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The Adult Brain Retains 'Fetal' Neurons

Subplate neurons -- once thought to die after directing the wiring of the cerebral cortex or gray matter-- remain in the white matter of the adult brain in small numbers and maintain activity, communicating with other neurons in the brain said researchers from Baylor College of Medicine and the University of Alabama at Birmingham in a report that appears in the Journal of Neuroscience.

The finding -- that approximately 10 percent of the cells survive and have functional connections -- opens the door to new ways of thinking about fixing injured brains, said Dr. Michael Friedlander, chair of the department of neuroscience at BCM, and senior author of the paper. "Since those cells are critical elements that guided the wiring of the brain's cerebral cortex in the first place, maybe we could tap into that ability later on."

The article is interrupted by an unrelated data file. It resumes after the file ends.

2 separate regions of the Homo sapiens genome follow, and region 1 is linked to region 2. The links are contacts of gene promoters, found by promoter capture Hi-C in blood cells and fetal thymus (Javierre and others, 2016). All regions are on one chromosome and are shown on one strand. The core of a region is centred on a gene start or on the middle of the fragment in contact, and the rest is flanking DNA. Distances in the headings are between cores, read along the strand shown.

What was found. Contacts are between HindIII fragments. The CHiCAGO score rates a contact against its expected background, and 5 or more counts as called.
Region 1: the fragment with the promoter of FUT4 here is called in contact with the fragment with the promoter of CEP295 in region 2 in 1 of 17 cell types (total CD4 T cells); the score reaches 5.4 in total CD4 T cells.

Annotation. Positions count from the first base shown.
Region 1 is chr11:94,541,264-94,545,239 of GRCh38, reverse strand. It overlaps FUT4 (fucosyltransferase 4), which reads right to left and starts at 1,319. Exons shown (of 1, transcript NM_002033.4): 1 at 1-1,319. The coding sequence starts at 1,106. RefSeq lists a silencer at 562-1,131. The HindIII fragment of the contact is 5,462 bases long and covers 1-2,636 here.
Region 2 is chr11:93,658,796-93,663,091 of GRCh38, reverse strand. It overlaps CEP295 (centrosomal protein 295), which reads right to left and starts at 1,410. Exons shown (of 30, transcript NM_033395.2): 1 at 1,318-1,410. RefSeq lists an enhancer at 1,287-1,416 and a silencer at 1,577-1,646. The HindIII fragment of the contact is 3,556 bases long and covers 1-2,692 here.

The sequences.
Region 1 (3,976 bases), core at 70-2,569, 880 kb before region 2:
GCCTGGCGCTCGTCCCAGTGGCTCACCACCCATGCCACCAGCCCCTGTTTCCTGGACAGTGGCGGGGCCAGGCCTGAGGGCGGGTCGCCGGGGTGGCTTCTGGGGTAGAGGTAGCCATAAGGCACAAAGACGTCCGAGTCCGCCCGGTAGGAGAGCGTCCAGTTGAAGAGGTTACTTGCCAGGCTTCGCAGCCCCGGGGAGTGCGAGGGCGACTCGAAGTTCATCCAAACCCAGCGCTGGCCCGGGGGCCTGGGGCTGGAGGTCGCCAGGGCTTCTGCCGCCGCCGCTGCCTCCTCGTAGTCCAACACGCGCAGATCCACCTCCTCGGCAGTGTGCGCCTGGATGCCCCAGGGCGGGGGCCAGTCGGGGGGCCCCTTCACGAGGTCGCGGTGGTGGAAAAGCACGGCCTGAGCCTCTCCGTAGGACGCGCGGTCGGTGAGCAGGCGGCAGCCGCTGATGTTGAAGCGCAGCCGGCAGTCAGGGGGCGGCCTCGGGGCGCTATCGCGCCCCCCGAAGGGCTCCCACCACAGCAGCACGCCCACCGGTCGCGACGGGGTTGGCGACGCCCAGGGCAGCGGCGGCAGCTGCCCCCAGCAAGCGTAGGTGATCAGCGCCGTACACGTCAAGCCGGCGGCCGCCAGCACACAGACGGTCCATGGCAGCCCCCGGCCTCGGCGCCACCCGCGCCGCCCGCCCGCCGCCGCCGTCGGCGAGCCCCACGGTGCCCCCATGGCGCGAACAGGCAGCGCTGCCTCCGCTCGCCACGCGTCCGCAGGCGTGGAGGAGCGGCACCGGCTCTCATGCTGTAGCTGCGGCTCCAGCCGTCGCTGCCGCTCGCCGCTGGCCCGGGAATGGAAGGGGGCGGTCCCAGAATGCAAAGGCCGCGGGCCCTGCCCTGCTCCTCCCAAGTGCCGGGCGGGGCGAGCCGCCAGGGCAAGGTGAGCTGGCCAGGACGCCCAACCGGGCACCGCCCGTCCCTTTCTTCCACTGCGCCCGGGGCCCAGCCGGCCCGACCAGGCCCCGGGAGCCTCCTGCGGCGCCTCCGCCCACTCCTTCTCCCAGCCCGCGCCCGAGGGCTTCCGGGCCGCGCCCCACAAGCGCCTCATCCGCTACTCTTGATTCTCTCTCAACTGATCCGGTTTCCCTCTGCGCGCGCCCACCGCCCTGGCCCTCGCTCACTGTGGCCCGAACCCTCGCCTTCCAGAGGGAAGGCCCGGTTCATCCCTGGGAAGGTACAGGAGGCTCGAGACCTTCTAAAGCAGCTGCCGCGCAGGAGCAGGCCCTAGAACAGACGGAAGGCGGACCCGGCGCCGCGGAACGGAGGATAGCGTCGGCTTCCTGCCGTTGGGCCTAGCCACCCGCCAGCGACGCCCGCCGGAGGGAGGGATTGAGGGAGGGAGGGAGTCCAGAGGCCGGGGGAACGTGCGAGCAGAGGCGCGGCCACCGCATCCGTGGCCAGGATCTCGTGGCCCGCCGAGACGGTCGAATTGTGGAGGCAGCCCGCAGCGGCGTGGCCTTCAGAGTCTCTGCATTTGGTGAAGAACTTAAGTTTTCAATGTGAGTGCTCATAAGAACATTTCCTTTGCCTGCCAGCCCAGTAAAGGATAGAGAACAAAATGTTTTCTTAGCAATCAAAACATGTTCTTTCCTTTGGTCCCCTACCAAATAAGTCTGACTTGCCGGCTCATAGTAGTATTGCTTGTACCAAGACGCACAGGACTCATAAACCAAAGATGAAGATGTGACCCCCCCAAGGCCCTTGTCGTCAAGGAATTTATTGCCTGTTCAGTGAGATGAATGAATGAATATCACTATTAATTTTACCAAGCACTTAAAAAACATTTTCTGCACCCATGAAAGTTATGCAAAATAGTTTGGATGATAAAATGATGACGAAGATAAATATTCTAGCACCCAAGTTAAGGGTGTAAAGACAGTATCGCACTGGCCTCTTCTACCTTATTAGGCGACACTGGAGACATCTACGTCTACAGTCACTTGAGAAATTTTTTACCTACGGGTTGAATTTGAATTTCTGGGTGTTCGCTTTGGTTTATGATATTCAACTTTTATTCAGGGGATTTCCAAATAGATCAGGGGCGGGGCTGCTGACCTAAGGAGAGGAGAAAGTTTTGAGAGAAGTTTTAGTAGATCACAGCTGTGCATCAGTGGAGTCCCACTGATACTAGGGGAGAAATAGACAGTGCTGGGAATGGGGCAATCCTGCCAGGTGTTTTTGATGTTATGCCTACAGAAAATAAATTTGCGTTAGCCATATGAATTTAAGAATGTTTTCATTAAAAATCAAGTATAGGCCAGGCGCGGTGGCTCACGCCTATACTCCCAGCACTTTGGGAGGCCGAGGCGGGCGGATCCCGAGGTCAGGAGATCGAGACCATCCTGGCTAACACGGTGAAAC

However, he emphasized that this just a hypothesis and has yet to be proven. Friedlander credits an M.D./Ph.D. student of his, Dr. Juan Torres-Reveron, with coming up with the notion that the surviving subplate neurons are electrically active and in chemical communication with their neighbors and then proving it in the laboratory. Torres-Reveron received his M.D. from Baylor College of Medicine and his Ph.D. from UAB. He is now a neurosurgical resident at Yale University School of Medicine.

Click here to see the rest of this article in Medical News Today

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